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The digital magazine of InfoVis.net

by Juan C. Dürsteler [message n 97]

KartOO is a new meta search engine that shows graphically the results it gets. Its technology extends to products oriented towards information retrieval within the corporate world.

KartOO.jpg (77270 bytes)

KartOO graphic presentation. You can see the results of the search as balls of size proportional to its relevance. The words of the semantic links are highlighted by the ovals. The query was "infovis".
Click on the image to enlarge it. 

A new meta search engine, KartOO, was launched on April 25th, 2002. It’s based on a technology developed for 3 years by Laurent Baleydier and his team, from the company Kartoo.S.A. constituted in 2001 and successor of Alcyon Interactive Company

KartOO is programmed in Flash although you have an optional traditional HTML interface. As in any search engine you find a command line waiting for you typing the query you are interested in. Once you click on OK, KartOO launches the query to a set of search engines, gathers the results, compiles them and represents them in a series of interactive maps through a proprietary algorithm.

The graphic presentation shows the 10 (or the number you choose) first results as balls, its size being proportional to the relative relevance. When you hover on top of the ball, a short description returned by the link is shown. If you want to see more results, another map appears just by clicking on the appropriate link, as in any typical search engine.

What makes KartOO interesting is that it elaborates the so called semantic links between results. Those links are represented by sinuous lines that link the balls. Amidst said lines you find a word that is the one the algorithm considers that links both results semantically. By hovering on top of it you can highlight the related balls. When hovering over the ball you can see all its related semantic links highlighted. Curiously enough, there aren’t links among the successive maps you can ask for.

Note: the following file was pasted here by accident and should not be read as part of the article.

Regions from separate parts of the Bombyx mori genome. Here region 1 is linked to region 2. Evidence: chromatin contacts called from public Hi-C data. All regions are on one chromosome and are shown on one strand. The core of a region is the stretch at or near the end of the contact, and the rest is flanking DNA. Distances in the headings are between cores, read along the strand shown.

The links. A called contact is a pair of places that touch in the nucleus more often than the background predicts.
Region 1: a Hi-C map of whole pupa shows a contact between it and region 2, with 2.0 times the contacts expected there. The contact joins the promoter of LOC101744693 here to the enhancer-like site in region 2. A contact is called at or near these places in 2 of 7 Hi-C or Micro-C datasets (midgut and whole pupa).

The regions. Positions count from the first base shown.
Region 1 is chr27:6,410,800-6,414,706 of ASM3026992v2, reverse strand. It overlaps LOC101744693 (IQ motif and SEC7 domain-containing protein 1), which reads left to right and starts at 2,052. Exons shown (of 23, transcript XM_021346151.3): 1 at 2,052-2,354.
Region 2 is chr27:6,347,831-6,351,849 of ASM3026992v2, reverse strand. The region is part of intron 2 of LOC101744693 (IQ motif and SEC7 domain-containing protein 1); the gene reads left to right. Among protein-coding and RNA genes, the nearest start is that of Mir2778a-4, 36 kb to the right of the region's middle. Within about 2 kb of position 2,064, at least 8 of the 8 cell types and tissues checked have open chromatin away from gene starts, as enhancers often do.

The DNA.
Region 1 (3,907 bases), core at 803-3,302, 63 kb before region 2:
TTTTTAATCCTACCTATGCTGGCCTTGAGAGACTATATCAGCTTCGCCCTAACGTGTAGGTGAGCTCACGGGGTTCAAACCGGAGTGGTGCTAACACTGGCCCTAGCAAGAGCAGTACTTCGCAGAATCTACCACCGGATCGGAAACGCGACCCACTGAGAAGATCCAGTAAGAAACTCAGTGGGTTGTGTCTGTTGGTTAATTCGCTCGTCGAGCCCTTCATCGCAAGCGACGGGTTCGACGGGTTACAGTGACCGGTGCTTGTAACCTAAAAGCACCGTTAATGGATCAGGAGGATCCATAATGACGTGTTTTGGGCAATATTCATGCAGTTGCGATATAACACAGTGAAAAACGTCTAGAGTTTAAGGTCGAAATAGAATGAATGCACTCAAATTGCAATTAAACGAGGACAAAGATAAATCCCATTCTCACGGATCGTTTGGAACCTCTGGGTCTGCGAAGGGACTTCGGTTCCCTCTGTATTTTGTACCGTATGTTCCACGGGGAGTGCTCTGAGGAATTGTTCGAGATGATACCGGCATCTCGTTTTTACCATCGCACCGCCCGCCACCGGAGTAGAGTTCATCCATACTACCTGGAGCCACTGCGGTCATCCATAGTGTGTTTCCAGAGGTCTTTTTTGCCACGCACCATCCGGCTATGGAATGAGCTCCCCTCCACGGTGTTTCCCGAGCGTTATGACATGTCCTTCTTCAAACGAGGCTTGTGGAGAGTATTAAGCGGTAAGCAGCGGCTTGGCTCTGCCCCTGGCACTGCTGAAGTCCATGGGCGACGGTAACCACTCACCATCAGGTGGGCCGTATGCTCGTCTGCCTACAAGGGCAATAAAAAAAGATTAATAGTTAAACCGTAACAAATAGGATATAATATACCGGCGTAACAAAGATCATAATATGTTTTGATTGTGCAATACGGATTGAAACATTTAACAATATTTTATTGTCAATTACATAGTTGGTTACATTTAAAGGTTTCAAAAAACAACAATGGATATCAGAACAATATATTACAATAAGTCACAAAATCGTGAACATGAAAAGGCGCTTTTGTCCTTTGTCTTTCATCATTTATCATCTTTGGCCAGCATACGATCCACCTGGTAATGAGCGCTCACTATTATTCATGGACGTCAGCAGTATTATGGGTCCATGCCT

KartOO. Detail of the semantic links  between two results. The web site that produced the result is shown as a ball. The semantic link is represented by the word (bibliography) highlighted by the clear oval and the line (light blue) that joins both sites. Notice the + and - signs that allow you to add or eliminate the word to an eventual new search.

Each word has a plus (+) and a minus (–) sign. Clicking one or the other, KartOO restarts the meta search including or excluding the word in the query accordingly to the sign picked. 

KartOO. The controls allow you to:
  • Know how many results have been obtained. Each green bar represents a power of ten. One bar indicates between 0 and 10, two bars, between 10 and 100, three bars between 100 and 1000, and so on.

  • Zoom, increasing (+) or diminishing (-). You can also move the scene with the arrows. You can activate this feature in the "View" menu .

  • Get the next page of results clicking on the "map nb n" link, where  n is the results page number.

KartOO is a technology of visual representation of meta searches. As such, the meta search engine is only the showroom of a series of products addressed to companies interested in the information retrieval of its data bases, intranet, etc. The product range can be found at KartOO's website.

The idea behind KartOO is not a new one, although its algorithms and graphical representation are new. For example, map.net has a visualisation system that, as a showroom, allows you to search visually in the Open Directory Project. It also has products oriented to the corporative world that use its own technology.

Visual search has the enormous advantage of catching your gaze. You have all the stuff in front of your eyes and you can identify relevant results attending to stimulus like size, lines and colours.

Nevertheless, despite the good services offered by KartOO and Map.net, among others, I still find what I’m looking for earlier with Google, which leaves me somewhat upset.

Maybe the problem is not the chosen visual representation but that we continue doing the same thing (finding a relevance ordered list of results), only representing it visually. It reminds me of when we talk about “computerising” an inefficient process by doing the same process, just much quicker, by computer, instead of seizing the opportunity to adapt the process to the new system.

Perhaps visual representations will begin to predominate in information retrieval when they show things that we can not see in the ordered list. The semantic links of KartOO are an incipient step forward in this sense.

Links of this issue:

http://www.kartoo.com   KarTOO web site
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